Working Group 'Spatial Analysis of Organisms in the Environment"

Spatial ecology deals with the spatial distribution of organisms and a general objective of spatial analysis is to reveal the relationship between observed spatial distributions of species and the mechanisms underlying these spatial distributions. The recent advances in analysing spatial patterns of organisms in spatial ecology have greatly contributed to better understanding the distribution of organisms in space and time. 

A prerequisite for exploring the ecological information provided by spatial distributions of organisms is to precisely describe the spatial structure of point patterns with statistical methods. Over the past decades, statisticians have developed structurally different summary statistics for this purpose. Moreover, rapid advances in computer science and technology have resulted in an increased application of spatial statistics. In addition, development of remote sensing and geographic information system (GIS) technology has led to the identification of spatiotemporal patterns of organisms and has increased the possibility to identify how human activities have influenced animal and plant habitats. Consequently, ecologists have started to introduce spatial variation and complexity of ecosystems into their analyses, including changes of spatial patterns over time. 

Our Working Group serves as a forum to develop application-specific approaches for the use of spatial analysis in ecological studies. We perform the following work: 

  • Reveal the importance of the topic and increase the application of spatial analysis among scientists working on ecological dynamics and processes in terrestrial ecosystems  
  • Organize symposia at IALE World or regional meetings where we can explore opportunities for joint research projects between statisticians and ecology scientists.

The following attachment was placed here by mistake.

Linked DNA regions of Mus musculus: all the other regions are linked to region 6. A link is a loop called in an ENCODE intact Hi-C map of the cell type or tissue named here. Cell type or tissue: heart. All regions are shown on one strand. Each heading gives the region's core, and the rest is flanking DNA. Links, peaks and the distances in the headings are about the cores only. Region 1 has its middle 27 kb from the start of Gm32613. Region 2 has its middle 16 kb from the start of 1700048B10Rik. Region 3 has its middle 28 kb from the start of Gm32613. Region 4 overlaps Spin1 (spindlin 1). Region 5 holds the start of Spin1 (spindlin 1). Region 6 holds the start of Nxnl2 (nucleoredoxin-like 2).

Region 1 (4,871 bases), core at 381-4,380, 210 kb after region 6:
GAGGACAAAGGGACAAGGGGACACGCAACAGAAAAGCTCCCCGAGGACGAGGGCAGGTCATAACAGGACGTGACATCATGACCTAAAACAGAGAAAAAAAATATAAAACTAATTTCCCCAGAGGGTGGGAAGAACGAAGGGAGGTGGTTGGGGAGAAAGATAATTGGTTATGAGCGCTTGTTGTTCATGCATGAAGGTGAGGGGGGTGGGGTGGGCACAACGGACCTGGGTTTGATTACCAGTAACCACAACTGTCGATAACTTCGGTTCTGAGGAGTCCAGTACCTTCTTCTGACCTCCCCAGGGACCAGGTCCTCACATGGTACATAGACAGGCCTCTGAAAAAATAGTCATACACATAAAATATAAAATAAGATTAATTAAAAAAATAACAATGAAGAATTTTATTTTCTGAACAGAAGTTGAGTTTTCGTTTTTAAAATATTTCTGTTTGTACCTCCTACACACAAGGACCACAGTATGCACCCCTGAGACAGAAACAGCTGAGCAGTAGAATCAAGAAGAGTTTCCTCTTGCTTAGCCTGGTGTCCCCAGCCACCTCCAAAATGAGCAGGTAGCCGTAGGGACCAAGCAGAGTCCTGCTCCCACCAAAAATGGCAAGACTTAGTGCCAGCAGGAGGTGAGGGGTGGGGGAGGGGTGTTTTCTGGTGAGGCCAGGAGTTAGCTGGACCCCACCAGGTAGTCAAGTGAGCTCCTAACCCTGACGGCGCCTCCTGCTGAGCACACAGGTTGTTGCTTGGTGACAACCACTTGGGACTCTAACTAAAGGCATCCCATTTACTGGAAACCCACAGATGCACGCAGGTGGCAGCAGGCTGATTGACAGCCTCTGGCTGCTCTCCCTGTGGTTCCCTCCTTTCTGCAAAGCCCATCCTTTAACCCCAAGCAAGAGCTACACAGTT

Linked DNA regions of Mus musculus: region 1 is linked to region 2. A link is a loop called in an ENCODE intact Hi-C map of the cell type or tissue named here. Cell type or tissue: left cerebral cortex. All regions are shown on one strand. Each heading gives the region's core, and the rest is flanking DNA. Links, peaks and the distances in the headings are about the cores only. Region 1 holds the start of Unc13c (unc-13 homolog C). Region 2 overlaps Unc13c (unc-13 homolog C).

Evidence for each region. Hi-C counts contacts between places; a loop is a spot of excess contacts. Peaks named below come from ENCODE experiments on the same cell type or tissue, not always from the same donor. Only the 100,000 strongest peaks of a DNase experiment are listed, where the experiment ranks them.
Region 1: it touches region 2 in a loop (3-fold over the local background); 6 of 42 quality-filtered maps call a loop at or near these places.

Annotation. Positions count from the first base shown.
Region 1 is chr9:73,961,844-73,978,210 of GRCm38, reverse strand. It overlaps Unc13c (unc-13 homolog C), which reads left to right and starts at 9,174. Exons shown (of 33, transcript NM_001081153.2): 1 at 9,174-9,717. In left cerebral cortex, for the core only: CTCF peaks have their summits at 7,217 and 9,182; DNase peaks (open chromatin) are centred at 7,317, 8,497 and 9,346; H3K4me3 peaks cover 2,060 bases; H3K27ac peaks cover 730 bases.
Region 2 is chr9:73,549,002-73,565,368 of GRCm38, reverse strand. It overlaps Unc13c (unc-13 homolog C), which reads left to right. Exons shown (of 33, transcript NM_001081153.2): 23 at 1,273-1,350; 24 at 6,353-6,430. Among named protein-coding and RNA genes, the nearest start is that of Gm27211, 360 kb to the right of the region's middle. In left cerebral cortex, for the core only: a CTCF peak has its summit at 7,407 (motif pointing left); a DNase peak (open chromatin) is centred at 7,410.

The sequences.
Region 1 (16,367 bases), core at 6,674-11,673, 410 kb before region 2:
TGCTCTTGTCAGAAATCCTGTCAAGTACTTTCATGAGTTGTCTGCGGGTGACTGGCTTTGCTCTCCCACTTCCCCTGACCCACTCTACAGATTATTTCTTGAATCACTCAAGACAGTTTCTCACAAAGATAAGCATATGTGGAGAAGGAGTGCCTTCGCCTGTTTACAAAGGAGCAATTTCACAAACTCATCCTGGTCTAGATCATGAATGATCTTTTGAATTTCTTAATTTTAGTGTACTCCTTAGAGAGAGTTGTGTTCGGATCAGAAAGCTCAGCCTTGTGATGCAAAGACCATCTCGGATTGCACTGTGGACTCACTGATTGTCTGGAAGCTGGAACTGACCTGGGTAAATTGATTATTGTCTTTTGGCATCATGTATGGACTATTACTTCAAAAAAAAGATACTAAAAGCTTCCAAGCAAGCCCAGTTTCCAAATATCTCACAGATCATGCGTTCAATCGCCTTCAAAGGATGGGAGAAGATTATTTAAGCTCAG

• Set up workshops on related topics (e.g., application of MATLAB, ArcGIS, and R Software such as “Spatial Statistics Tools” in ArcMap and “SPATSTAT” package in R to different topics of spatial ecology)
  • Develop and prepare publications (e.g., special issues in journals, booklets) directly focusing on the topic

The widespread application of spatial analysis in ecological studies makes it possible to consider special parts in IALE World Congresses or related topics in IALE Annual Conferences and prepare special issues to be published by technical journals (e.g., Ecological Modelling, Spatial Statistics).      

All interested colleagues are warmly welcome to contact:
Yousef Erfanifard (erfanifard(at)

Letter from the Working Group leader


The most important activity of our WG in year 2017 was participating in European Landscape Ecology Congress held in 12-15 September, 2017 in Ghent, Belgium. Following one of the primary aims of our WG, we proposed a symposium related to the topic of our WG which the title was: "Exploration of underlying ecological processes by analysis of observed spatial patterns in vegetation ecosystems". The main aim of the suggested symposium was to bring spatial ecologists, researchers, students and other scientists (e.g., statisticians) together to discuss ideas and initiate collaborations that may result in advances in ecological studies not only at patch scale but also at landscape scale.


Regarding to the large number of symposia submitted to the conference, our proposed symposium was joined with another related one and the final title was "Beyond the Mosaic: A better characterization of landscapes would help to understand ecological patterns and processes". We received more than 40 abstracts, however, 16 of them were accepted for oral presentation and six of them were selected to be present as poster. Together with Jacques Baudry (INRA, France) and Felix Herzog (Agroscope, Switzerland), we could have one of the most interesting symposia within the conference as the participants told us.